Healthbeat: Exoskeleton therapy helps injured walk again

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SCRANTON, LACKAWANNA COUNTY (WBRE/WYOU) — Spinal cord injuries and stroke both have something in common. They could rob someone of their mobility. But thanks to technology, some who lost the ability to walk are now able to take steps.

One of the newest pieces of technology exists at the Charles Luger Outpatient Clinic on the campus of Allied Services in Scranton. It’s called the Indego Exoskeleton and it’s had a tremendous impact on the life of a young Scranton woman left paralyzed as a teenager in a horrible car crash.

30-year-old Nicholette Peoples is preparing to do something she wasn’t sure she’d ever do again since that August day in 2006 when at 16 years old, she suffered a devastating spinal cord injury.

“It’s a complete injury which means I have absolutely no ability to walk at all,” Peoples said.

But since last year, she’s been suiting up weekly in the Indego Exoskeleton at Allied Services.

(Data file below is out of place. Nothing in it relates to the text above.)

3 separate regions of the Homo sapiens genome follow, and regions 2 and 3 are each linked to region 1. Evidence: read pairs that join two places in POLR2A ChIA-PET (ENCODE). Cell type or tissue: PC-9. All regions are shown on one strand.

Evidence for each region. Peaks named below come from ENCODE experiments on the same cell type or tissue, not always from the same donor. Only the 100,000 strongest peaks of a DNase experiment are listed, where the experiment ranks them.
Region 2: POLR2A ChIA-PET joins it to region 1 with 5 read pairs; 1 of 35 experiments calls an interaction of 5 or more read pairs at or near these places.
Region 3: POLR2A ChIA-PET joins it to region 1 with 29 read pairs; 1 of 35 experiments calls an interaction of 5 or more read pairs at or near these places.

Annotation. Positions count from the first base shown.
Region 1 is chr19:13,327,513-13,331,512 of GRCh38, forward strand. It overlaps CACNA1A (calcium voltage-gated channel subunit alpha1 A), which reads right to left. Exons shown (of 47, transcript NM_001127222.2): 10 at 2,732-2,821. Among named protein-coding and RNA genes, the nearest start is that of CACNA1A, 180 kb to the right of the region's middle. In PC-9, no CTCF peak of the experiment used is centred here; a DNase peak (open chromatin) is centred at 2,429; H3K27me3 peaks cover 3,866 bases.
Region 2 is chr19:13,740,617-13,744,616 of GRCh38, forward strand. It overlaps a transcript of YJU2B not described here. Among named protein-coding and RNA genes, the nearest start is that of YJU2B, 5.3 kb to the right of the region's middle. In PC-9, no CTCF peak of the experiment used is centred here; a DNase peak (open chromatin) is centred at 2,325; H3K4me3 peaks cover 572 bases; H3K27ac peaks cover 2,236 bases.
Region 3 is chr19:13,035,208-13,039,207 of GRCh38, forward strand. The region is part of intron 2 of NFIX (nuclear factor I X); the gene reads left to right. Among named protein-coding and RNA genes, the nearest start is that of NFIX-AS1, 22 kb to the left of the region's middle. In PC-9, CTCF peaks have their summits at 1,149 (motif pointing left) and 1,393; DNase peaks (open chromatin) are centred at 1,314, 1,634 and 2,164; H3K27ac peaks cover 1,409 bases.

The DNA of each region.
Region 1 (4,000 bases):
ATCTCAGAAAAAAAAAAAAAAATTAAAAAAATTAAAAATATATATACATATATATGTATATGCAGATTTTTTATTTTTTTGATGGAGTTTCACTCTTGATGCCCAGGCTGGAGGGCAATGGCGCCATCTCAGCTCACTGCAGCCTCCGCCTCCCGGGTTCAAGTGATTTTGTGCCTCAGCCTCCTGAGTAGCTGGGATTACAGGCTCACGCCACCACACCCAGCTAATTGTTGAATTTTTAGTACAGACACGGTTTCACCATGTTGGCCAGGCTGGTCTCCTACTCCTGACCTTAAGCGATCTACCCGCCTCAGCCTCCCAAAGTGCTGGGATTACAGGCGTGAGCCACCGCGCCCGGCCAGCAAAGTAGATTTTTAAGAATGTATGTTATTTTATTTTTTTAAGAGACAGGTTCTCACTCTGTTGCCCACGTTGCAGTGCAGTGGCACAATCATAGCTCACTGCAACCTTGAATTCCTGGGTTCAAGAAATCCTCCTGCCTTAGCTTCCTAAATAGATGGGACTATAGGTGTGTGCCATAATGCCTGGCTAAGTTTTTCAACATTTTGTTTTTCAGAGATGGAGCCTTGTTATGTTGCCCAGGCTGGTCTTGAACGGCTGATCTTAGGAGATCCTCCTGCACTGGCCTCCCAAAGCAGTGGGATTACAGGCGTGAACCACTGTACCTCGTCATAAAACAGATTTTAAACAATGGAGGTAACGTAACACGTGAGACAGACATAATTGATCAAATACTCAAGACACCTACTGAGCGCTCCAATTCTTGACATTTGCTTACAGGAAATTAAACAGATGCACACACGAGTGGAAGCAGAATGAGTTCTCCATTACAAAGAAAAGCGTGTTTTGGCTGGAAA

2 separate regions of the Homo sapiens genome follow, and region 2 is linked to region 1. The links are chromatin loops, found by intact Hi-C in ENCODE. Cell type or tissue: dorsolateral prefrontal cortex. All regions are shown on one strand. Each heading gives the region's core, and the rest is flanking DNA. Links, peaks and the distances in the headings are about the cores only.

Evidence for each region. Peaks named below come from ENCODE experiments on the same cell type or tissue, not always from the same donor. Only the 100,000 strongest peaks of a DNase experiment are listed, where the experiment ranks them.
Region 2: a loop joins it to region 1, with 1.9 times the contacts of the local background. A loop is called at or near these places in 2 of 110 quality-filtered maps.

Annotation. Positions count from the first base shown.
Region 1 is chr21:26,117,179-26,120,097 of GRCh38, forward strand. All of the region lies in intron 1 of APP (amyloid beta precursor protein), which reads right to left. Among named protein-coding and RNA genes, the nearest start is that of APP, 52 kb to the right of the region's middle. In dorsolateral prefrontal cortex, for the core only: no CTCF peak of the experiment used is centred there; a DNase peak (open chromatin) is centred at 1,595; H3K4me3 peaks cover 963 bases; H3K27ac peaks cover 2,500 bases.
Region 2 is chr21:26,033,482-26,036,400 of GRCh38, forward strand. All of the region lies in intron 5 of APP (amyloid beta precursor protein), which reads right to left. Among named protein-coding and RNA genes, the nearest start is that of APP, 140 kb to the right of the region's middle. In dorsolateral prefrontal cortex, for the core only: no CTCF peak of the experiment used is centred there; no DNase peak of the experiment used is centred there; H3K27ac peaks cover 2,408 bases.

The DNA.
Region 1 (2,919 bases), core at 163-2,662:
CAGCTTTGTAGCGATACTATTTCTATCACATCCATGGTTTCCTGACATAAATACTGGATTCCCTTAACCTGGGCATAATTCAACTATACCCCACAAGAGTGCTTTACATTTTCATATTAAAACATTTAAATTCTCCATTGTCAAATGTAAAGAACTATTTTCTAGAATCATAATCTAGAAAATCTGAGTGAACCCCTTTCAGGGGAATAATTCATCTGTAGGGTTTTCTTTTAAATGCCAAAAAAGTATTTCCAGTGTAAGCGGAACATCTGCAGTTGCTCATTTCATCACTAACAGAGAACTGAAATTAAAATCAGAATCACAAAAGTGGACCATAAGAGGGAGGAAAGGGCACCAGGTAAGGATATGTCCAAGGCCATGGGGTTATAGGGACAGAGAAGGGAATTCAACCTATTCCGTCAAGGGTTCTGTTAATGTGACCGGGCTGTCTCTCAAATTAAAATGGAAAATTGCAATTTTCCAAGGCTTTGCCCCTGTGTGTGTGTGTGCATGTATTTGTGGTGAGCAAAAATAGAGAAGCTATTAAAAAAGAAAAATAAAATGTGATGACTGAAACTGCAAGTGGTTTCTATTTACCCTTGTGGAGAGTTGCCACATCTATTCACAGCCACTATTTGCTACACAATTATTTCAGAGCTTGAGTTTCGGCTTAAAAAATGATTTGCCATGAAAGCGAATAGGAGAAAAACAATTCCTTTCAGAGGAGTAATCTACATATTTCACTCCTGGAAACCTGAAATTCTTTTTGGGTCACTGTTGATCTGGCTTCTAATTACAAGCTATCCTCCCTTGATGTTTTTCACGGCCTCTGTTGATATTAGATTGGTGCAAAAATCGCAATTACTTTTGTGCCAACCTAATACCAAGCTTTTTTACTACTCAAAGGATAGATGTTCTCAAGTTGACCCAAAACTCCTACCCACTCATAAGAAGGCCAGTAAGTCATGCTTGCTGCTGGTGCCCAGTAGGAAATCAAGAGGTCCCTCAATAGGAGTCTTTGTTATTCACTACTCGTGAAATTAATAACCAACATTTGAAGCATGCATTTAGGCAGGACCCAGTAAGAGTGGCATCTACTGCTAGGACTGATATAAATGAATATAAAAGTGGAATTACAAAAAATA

“I did not expect ever just to be able to wake up in the morning and be able to take a walk and it’s really cool to be able to do that two days a week,” Peoples said.

She uses a walker or forearm crutches to give her balance. A physical therapist works closely with her as the Exoskeleton powers Peoples’ lower limbs.

“She’s been very realistic through her whole recovery process and you know she knows what this Exoskeleton can do and can’t do,” Stacey Williams, a physical therapist with Allied Services told Eyewitness News.

What it can do is provide Peoples physical benefits.

“It’s good for blood circulation. It’s good for bone density. It’s good for, like, just regular bodily functions everybody has. It’s good for, my muscle tone has actually improved,” Peoples said.

And it’s not just spinal cord injury patients who benefit from this technology.

“And with our stroke patients it has helped them to recover more normal walking function,” Williams explained.

Peoples has not given up on the idea that someday, some way she may walk independently again — hoping this therapy puts her on that path.

“There’s no way to say what the exoskeleton will accomplish but just being having my body upright when it has not been in 14 years is amazing,” Peoples said.

The Indego Exoskeleton also exists at Allied’s Wilkes-Barre area campus. More information on the Indego Exoskeleton can be found on Allied Service’s website.

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